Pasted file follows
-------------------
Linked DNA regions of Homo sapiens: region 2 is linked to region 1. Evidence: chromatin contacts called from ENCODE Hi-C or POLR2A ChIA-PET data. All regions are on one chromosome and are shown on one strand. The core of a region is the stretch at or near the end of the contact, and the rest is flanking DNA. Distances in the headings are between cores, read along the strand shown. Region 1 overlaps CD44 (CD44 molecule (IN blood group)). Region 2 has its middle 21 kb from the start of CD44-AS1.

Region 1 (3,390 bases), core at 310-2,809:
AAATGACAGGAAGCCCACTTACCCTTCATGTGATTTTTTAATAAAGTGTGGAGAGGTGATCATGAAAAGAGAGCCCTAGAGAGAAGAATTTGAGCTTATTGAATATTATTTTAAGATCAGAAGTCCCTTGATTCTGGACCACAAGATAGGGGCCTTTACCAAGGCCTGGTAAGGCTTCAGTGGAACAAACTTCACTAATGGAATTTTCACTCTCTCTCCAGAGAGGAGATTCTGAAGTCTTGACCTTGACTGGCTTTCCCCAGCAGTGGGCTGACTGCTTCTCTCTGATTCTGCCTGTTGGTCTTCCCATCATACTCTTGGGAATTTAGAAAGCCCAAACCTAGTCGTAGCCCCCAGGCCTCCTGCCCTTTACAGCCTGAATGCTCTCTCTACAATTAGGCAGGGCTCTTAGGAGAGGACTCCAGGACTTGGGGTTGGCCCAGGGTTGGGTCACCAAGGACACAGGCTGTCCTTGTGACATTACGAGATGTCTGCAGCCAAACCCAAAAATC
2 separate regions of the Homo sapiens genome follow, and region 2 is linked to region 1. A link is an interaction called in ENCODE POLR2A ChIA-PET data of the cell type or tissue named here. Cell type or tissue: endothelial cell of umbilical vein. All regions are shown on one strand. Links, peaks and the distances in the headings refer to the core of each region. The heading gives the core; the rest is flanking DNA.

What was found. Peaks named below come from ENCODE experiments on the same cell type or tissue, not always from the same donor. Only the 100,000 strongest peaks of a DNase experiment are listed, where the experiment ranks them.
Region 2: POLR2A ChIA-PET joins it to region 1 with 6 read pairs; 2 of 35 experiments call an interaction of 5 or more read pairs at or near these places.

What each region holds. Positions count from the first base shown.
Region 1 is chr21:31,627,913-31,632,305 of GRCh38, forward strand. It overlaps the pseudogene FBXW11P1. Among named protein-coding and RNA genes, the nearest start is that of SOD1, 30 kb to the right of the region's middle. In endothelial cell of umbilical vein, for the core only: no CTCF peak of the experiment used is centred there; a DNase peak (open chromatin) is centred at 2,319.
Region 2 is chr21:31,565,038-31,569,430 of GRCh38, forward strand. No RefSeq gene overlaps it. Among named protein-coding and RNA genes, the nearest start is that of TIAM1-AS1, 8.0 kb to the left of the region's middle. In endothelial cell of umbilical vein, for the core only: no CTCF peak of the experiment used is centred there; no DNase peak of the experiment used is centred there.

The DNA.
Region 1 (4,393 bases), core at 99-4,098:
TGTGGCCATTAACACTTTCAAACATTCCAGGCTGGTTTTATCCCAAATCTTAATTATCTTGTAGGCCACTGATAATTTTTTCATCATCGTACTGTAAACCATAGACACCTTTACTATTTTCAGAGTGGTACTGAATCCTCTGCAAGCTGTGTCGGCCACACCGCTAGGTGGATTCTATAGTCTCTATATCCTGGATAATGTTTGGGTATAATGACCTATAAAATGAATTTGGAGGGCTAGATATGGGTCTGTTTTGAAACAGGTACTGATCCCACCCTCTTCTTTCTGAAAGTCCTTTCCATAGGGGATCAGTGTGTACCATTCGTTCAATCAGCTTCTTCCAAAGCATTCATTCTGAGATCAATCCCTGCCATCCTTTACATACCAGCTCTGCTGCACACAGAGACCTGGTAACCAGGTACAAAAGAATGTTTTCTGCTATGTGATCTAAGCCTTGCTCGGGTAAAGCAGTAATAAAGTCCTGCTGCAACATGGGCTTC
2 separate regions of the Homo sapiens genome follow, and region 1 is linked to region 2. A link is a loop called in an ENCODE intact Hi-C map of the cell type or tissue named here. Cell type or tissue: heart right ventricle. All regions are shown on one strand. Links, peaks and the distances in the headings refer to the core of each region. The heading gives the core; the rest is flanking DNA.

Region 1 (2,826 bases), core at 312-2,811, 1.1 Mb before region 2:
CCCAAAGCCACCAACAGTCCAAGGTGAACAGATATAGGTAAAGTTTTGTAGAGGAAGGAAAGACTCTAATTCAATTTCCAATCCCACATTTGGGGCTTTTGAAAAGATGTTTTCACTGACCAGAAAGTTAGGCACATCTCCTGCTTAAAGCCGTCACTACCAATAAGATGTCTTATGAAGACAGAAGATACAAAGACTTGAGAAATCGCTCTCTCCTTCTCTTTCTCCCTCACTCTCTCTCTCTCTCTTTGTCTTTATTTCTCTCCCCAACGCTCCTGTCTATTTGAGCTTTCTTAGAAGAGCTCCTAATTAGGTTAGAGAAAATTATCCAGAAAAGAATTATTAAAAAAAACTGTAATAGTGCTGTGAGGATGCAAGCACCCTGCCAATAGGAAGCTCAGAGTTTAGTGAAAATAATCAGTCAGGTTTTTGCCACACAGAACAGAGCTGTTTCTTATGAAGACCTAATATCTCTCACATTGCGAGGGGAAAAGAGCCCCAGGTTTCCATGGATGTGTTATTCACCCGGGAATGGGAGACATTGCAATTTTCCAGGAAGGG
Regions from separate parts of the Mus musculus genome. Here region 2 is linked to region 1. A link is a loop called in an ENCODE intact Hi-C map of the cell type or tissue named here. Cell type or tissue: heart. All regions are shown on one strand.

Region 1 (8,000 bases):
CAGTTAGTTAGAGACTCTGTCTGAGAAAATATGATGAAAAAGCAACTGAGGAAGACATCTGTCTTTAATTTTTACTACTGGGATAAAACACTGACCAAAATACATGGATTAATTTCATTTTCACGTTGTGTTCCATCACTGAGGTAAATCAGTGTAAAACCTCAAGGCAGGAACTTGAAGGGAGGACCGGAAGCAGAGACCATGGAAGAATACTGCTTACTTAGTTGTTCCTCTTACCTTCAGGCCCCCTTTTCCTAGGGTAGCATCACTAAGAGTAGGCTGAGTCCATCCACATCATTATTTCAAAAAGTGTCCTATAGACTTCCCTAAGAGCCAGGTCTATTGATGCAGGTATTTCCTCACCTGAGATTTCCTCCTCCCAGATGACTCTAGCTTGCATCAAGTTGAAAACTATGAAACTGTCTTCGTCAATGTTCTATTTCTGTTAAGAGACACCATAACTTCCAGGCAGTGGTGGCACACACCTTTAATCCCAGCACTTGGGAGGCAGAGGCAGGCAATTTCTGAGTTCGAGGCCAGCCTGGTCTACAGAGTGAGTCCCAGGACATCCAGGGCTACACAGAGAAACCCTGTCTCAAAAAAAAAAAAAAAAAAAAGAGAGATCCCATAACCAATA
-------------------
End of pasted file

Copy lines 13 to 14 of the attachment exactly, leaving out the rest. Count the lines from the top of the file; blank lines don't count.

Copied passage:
2 separate regions of the Homo sapiens genome follow, and region 1 is linked to region 2. A link is a loop called in an ENCODE intact Hi-C map of the cell type or tissue named here. Cell type or tissue: heart right ventricle. All regions are shown on one strand. Links, peaks and the distances in the headings refer to the core of each region. The heading gives the core; the rest is flanking DNA.

Region 1 (2,826 bases), core at 312-2,811, 1.1 Mb before region 2: